Figure 2

GSI treatment induces apoptosis of leukemic cells in vivo.(A) Leukemic mice were treated with a 150-mg/kg dose of MRK-003 or with vehicle for 3 days. Tumor sections were fixed in 10% buffered formalin and number of apoptotic cells was quantified using TUNEL assay (ApoTag Plus peroxidase from Chemicon, Temecula, CA). (B) Bar graph representing the fold change in TUNEL-positive cells compared with vehicle. Ten independent fields/section were counted to obtain the representative value.

Transient GSI responses do not reflect development of GSI resistance

Another potential reason for variable responses may be that the GSI-treated mice develop GSI resistance. To exclude this possibility, T-ALL cell lines were generated from the GSI- and vehicle-treated mice and their response to GSI was quantified in vitro. As expected, truncated Notch1 proteins were detected in the vehicle-treated tumor 6856 and the GSI-treated tumors 6838 and 6904. In contrast, a full-length Notch1 protein appears expressed in tumor 6837, although increased intracellular Notch1 protein levels are observed, suggesting that this tumor may harbor mutations in other regulators of Notch1 protein stability. In all tumors, GSI treatment in vitro significantly reduced Notch1 protein levels, as assessed by immunoblotting with the anti-Notch1 V1744 antibody (Figure 3A). Leukemic cell lines also clearly remained dependent on Notch1 for growth, as G1 arrest and apoptosis were observed upon GSI treatment (Figure 3B). These findings indicate that transient responses to GSI in vivo do not reflect the development of GSI resistance.

Figure 3

GSI-treated tumors do not appear to develop GSI resistance. Thymomas from MRK-003– or vehicle-treated mice were harvested from the animals and converted to in vitro culture. (A) Leukemic cell lines from vehicle- and GSI-treated mice express high levels of intracellular Notch1 and remain GSI responsive. Leukemic cell lines were treated for 48 hours with 1 μM MRK-003 or DMSO carrier. Cell lysates were examined for intracellular Notch1 levels by immunoblotting with an anti-Notch1IC Val1744 (no. 2421; Cell Signaling Technology) and anti–β-actin antibodies. (B) Leukemic growth remains Notch1 dependent. Leukemic cell lines, generated from vehicle- and GSI-treated mice, were treated with vehicle or 1 μM MRK-003 for 3 and 6 days. Cells were then assayed for DNA content by staining with propidium iodide followed by flow cytometry. The figure is a representative experiment using cell line 6838.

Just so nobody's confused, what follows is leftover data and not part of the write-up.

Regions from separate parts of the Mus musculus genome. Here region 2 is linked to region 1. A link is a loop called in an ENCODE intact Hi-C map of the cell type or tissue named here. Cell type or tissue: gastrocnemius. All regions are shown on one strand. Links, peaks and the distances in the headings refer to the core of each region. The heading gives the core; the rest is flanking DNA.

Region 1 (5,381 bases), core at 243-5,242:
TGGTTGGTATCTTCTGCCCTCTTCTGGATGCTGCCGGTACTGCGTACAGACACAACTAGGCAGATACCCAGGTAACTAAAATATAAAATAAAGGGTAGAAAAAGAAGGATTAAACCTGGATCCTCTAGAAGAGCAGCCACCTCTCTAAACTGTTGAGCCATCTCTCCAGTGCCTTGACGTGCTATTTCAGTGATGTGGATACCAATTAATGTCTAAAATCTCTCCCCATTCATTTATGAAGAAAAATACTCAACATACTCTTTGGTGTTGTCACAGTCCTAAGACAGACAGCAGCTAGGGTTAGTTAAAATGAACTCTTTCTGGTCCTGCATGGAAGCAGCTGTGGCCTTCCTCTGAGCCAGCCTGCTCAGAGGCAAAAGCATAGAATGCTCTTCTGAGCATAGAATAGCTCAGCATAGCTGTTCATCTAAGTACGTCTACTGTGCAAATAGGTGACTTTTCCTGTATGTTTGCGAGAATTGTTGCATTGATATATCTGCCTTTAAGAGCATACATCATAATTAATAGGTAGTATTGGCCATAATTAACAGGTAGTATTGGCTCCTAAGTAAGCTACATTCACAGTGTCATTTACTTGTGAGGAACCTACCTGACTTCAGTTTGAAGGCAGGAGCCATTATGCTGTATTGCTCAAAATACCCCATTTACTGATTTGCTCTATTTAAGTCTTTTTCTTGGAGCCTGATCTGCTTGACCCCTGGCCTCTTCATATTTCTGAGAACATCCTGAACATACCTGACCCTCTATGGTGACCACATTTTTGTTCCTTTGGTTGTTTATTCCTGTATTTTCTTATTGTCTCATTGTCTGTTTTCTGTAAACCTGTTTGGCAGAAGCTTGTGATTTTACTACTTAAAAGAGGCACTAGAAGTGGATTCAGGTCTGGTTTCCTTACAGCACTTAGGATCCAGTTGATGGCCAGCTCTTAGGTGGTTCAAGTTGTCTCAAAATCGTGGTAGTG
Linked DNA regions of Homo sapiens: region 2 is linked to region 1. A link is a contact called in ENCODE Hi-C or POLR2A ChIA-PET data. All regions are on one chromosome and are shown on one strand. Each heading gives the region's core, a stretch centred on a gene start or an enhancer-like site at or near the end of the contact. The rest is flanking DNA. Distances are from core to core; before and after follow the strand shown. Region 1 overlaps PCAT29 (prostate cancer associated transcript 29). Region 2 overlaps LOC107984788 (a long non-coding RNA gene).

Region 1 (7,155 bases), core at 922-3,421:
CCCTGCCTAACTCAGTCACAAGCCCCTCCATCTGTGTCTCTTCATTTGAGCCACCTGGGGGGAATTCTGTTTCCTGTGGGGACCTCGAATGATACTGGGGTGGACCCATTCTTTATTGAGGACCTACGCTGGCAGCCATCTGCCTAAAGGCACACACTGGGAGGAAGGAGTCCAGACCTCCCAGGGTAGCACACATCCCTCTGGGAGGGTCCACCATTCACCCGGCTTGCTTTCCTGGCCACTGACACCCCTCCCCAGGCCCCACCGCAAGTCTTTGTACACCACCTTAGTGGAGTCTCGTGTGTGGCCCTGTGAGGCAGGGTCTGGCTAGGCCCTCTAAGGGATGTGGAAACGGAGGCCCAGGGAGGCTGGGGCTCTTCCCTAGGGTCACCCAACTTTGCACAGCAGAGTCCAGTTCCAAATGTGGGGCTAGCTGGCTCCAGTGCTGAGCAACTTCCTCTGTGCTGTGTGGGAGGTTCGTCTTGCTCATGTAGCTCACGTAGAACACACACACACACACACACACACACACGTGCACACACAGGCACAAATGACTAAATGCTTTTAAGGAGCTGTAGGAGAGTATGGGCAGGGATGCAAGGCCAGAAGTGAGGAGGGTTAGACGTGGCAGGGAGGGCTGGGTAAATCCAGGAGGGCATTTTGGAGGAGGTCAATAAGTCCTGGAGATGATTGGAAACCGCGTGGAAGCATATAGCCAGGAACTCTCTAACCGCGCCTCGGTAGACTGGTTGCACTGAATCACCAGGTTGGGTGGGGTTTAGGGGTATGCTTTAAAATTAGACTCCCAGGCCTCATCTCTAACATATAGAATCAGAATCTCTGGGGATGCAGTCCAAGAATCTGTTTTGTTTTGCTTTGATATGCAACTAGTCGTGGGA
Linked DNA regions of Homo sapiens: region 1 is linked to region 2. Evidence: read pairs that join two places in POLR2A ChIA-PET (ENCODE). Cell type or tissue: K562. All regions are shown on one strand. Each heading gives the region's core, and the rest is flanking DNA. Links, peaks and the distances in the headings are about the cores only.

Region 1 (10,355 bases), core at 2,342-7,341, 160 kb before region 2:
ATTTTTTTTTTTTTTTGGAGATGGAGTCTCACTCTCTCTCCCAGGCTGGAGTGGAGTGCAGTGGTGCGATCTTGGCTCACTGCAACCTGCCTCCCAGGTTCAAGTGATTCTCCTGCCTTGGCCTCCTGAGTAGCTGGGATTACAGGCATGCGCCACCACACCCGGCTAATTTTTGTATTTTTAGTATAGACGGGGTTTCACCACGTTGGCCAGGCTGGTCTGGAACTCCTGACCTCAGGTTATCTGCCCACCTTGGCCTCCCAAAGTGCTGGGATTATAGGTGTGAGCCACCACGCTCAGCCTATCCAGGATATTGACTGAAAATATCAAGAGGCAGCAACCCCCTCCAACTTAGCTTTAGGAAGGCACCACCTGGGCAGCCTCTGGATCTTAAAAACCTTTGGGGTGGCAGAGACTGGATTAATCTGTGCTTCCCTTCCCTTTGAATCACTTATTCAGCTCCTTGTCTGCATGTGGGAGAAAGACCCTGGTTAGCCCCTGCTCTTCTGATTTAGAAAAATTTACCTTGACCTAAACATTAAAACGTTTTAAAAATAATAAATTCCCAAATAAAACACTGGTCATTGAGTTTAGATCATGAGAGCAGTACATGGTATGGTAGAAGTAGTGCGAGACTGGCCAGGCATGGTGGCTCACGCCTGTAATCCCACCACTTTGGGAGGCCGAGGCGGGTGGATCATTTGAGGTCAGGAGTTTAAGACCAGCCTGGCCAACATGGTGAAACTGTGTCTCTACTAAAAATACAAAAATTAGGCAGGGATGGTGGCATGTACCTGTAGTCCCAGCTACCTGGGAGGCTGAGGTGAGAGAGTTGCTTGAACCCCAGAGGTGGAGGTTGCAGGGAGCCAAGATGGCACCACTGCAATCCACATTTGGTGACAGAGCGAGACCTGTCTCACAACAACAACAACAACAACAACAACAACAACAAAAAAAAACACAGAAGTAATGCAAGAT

Repression of Notch1 target gene expression in GSI-treated mice

To further understand why GSI treatment prolonged survival but failed to eliminate disease, we examined Notch1 target gene expression (Deltex1, c-Myc, Hes1, and Pre-Tα) in the vehicle- and GSI-treated leukemic cohorts using real-time PCR (Figure 4A-D). We found c-Myc and Deltex1 expression reduced in MRK-003–treated leukemic mice compared with mice treated with vehicle only (Figure 4A,C). The difference in c-Myc and Deltex1 expression in the GSI- versus vehicle-treated leukemic mice was statistically significant (P = .015 and P = .027, respectively by Wilcoxon rank sum test). Moreover, the c-Myc and Deltex1 mRNA levels observed in vivo approximate expression levels observed when the mouse T-ALL cell line 720 was treated with GSI in vitro. In contrast, differences in Hes1 and Pre-Tα expression did not reach statistical significance (Figure 4B,D), suggesting that these genes may also be regulated by other transcription factors in mouse T-ALL cells. This study also raises the possibility that c-Myc and/or Deltex1 expression levels may serve as reliable biomarkers of NOTCH1 activity in T-ALL patients.

Figure 4

Notch1 target gene expression is repressed in GSI-treated leukemic Tal1/Ink4a/Arf+/− mice. At killing, thymomas were harvested from vehicle- and MRK-003–treated mice and c-Myc (A), Pre-Tα (B), Deltex1 (C), and Hes1 (D) expression was quantified using real-time PCR. The copy number for each target gene was normalized to the copy number for β-actin using the ΔΔCT method. The following result is an average of 3 independent experiments. The mouse T-ALL cell line 720 was treated in vitro with 1 μM MRK-003 or DMSO for 72 hours and used as a positive control in these experiments.

mTOR pathway is active in mouse T-ALL cell lines

Published work by Chan et al reveals mTOR activation in human T-ALL cell lines and their in vitro studies suggest that GSI and the mTOR inhibitor rapamycin may act synergistically to arrest human leukemic growth in vitro.36 Similarly, active mTOR is detected in a subset of primary mouse T-ALL cells (Figure 5A) and all the mouse T-ALL cell lines we examined exhibited mTOR activation as assayed by phospho-p70 S6 kinase and phospho-S6 ribosomal levels (Figure 5B; Table 1). The 3 mouse T-ALL lines (720, 5046, and 5151) responded to GSI treatment, and reduced phospho-p70 S6 kinase and phospho-S6 ribosomal protein levels were observed (Figure 5B). However, GSI treatment was not sufficient to abolish mTOR activity in any of the mouse T-ALL cell lines examined.

Figure 5

The mTOR pathway is activated in all mouse T-ALL cell lines examined. (A) Primary mouse T-ALL tumors exhibit activation of Akt and mTOR pathways. Thymomas from vehicle-treated mice were harvested at killing and tumor sections were fixed in 10% buffered formalin. Sections were then stained with antibodies to phospho-S6 ribosomal protein (p-S6RP) or phospho-Akt (Ser473). Scale bars represent 50 μM. (B) Reduced levels of mTOR substrates are observed when mouse T-ALL lines are treated with GSI. Primary murine leukemic lines were treated with 1 μM MRK-003 or DMSO for 48 hours. MTOR activity was assayed by immunoblotting cell lysates with anti–phospho-p70 S6 kinase or phospho-S6 ribosomal antibodies (no. 9205, no. 2215; Cell Signaling Technology). p70 S6 kinase and S6 ribosomal were used as loading controls (no. 9202, no. 2217; Cell Signaling Technology). (C) Notch1 regulates Akt activity in some mouse T-ALL lines. Primary murine leukemic lines were treated with 1 μM MRK-003 or DMSO for 48 hours. Akt activity was assayed by immunoblotting cell lysates with anti–phospho-Akt Ser 473 antibody (no. 9271; Cell Signaling Technology). Akt was used as a loading control (no. 9272; Cell Signaling Technology). Fold reductions in kinase activity were determined by densitometry and represent ratios (phospho/total) normalized to DMSO-treated samples.